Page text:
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Airline profitability: witness to a structural improvement?


IATA’s latest financial forecast for the world’s airlines, published on 23-Sep-2013, looks into 2014 for the first time. If IATA is right, next year will see the industry’s second highest operating margin since 1999 and will be its fifth successive year of positive net profit. This would be an unprecedented sequence this century.

It is tempting to point to history and to conclude that this means another down-swing in the airline profit cycle cannot be too far away.

However, although the industry is not yet covering its cost of capital, there is cause for moderating the cynicism traditionally developed by observers of the industry’s financial performance. It seems that airlines are achieving better margins than in the past from current levels of world GDP growth and that they are achieving better margins than might be predicted by our Capacity Index (a measure of overall fleet capacity utilisation). Are we witnessing a structural improvement in world airline profitability?

Net profit forecast for 2013 cut by 8%

By contrast, the immediate prospects are not so bright. IATA’s Sep-2013 financial forecast for 2013 represents a modest downgrade relative to its Jun-2013 forecast. Nevertheless, its net profit forecast of USD11.7 million, while 8% below the previous forecast, is still higher than its USD10.6 million estimate in Mar-2013. It is also 57% higher than the net profit for 2012. As a percentage of revenues, it now forecasts a net margin of 1.6%, down from 1.8%, and an operating margin of 3.2%.

Summary changes to IATA world airline industry profit forecasts for 2013

Forecast for 2013 Mar-2013 Jun-2013 Sep-2013

Change vs Jun-2013


Operating profit, USD billion 22.3 23.9 22.4 -6.3%
Operating margin % 3.3 3.4 3.2 -0.2ppts
Net profit, USD billion 10.6 12.7 11.7 -8.3
Net margin % 1.6 1.8 1.6 -0.1ppts

Weaker revenue outlook is due to the economic outlook

The key to IATA’s lower airline industry profit forecast lies in a slightly weaker revenue outlook. Its total revenue forecast for 2013 is now USD708 million, a cut of USD3 million (-0.4%) compared with the previous forecast. In percentage terms, the reduction in its cargo revenue forecast is greater than for passenger revenues, while Other revenues are forecast higher than previously. Note that IATA does not specify Other revenues; they are the difference between its total revenue forecast and the sum of those for passenger and cargo revenues.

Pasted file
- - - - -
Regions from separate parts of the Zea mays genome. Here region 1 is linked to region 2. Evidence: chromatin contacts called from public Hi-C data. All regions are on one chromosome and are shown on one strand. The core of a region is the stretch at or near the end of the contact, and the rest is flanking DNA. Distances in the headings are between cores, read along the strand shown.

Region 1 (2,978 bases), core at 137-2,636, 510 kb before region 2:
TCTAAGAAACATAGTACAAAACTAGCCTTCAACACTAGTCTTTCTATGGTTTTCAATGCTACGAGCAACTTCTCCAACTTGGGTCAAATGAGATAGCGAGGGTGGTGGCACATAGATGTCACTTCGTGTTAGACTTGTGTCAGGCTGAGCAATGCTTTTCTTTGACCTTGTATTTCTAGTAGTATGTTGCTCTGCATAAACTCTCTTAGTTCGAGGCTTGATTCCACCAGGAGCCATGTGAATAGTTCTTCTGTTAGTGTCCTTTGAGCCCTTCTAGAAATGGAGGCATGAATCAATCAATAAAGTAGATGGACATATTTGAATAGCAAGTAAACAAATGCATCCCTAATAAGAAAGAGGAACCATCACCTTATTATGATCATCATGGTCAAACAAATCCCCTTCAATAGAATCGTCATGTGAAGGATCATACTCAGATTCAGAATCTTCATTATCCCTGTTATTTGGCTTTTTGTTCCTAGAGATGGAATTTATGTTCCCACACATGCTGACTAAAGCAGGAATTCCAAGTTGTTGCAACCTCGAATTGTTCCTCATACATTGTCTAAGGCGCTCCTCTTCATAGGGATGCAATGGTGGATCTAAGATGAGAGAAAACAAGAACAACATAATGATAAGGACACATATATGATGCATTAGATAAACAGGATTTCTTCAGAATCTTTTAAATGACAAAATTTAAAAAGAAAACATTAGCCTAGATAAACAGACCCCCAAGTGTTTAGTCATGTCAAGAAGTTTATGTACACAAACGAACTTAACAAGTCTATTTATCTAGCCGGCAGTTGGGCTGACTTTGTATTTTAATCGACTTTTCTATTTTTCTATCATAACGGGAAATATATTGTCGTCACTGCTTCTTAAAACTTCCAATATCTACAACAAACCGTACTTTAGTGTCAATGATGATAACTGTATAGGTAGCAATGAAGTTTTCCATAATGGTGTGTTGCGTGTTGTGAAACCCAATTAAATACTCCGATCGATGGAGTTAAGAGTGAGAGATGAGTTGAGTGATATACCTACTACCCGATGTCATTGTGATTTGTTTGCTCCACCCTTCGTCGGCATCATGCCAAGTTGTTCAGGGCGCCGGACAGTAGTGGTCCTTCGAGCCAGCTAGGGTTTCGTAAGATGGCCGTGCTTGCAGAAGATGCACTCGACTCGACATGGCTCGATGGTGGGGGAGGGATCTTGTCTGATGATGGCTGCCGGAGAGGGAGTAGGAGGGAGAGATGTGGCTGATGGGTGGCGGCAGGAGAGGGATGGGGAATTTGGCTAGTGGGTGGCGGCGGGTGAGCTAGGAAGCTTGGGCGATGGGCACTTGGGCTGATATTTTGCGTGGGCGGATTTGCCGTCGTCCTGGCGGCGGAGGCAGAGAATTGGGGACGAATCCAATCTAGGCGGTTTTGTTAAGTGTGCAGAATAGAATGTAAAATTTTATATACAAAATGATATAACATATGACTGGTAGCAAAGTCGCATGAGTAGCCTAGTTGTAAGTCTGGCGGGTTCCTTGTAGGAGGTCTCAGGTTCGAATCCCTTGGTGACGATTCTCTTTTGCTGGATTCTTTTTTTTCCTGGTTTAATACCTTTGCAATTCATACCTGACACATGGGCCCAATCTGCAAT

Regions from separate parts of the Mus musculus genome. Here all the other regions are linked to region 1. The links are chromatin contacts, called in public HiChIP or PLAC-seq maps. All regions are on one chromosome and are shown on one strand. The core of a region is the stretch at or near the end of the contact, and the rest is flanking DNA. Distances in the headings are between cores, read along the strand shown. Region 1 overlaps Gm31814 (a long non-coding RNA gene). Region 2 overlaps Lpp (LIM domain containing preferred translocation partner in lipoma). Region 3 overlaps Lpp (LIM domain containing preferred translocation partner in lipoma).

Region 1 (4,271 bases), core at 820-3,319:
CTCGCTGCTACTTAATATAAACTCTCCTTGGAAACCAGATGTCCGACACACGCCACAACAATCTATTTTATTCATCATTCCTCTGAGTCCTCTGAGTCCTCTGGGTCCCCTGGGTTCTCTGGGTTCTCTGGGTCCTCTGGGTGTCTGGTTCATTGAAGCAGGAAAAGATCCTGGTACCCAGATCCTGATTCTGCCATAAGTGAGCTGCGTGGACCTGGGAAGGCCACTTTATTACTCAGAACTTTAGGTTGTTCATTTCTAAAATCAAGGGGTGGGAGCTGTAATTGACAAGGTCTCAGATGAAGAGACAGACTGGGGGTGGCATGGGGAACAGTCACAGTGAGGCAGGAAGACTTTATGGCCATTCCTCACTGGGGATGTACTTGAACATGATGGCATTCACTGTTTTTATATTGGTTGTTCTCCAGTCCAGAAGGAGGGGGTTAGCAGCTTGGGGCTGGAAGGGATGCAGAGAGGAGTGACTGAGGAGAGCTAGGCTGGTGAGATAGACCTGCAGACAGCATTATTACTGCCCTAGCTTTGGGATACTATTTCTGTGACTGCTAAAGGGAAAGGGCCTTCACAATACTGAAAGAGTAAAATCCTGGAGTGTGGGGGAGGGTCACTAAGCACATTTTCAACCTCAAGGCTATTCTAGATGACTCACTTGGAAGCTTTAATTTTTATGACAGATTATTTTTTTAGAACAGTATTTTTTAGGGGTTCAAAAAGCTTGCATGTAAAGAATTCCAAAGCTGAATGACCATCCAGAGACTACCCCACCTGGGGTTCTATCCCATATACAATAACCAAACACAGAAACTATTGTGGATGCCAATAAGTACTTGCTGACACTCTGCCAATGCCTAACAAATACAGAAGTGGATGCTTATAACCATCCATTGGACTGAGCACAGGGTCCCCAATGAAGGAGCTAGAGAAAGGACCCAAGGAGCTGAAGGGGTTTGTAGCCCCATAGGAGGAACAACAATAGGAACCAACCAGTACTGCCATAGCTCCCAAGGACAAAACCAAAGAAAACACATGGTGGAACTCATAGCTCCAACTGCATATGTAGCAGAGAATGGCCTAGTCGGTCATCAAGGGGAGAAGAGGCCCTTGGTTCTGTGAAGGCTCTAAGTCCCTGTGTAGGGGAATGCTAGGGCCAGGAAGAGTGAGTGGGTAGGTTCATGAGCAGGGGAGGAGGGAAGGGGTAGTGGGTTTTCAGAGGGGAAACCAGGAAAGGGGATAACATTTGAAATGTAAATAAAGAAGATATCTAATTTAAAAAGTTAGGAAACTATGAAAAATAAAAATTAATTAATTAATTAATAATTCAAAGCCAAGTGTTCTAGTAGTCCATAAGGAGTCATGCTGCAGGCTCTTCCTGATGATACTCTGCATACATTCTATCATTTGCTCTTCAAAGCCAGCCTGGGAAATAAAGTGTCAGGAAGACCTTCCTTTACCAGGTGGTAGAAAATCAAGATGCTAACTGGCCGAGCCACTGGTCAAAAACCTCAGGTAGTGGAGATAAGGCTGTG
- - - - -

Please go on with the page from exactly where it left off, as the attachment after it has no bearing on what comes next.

Changes to IATA world airline industry revenue forecasts for 2013

Forecast for 2013
(USD billion)




Change vs Jun-2013

Passenger revenues





Cargo revenues





Other revenues





Total revenues





The slightly softer revenue outlook is mainly the result of a slightly softer outlook for world economic growth. It is now using a world GDP growth forecast for 2013 of 2.0%, down by 0.2 ppts from its previous forecast (and 2012’s actual growth) of 2.2%. This has led to IATA shaving its passenger traffic growth forecast from 5.3% to 5.0%. This is below the long term average passenger traffic growth rate of 6.0%, but it is closer to its average than the world GDP forecast is to its average rate of 3.1%.

Over the past 40 years, average world RPK growth has been almost twice average world GDP growth, but the multiple was 2.4 times in the period 2010 to 2012 and IATA’s 2013 forecast implies a multiple of 2.5 times. Evidence, perhaps, that this most economically cyclical of industries is becoming a little more robust to changes in world GDP? Or a reflection of the greater share of emerging markets of world traffic and their greater importance in driving traffic growth?

IATA also sees a softer outlook for passenger yield growth, forecasting this to be flat in 2013. It continues to forecast passenger load factor of more than 80%, but has trimmed its estimate by 0.1 ppts to 80.1%.

Changes to IATA world airline industry revenue driver forecasts for 2013

Forecast for 2013 Mar-2013 Jun-2013 Sep-2013 Change vs Jun-2013
World GDP growth % 2.4 2.2 2 -0.2ppts
Passenger traffic growth % 5.4 5.3 5 -0.3ppts
Cargo traffic growth % 2.7 1.5 0.9 -0.6ppts
Passenger yield growth % 0.4 0.3 0 -0.3ppts
Cargo yield growth % 0 -2 -4.9 -2.9ppts
Passenger load factor 79.8 80.3 80.2 -0.1ppts

Cargo share of revenues continues to decline, as world trade remains subdued

The story for cargo traffic growth is very different as its share of airline revenues continues its long term decline (see chart below). IATA now expects growth of less than 1% in 2013, reducing its forecast by 0.6 ppts from its Jun-2013 forecast and by 1.8 ppts from its Mar-2013 forecast. It has also lowered its forecast of cargo yield growth, from -2.0% to -4.9%.

World trade and industrial production have not picked up as expected, particularly in the emerging economies, hitting cargo demand in Asia-Pacific, where cargo is an important revenue stream.

See related report: Air cargo: structural reform urgently needed where capacity exceeds demand by over 100%

Cargo revenue as a percentage of total revenue for world airline industry (%): 2003 to 2012 and forecast 2013-2014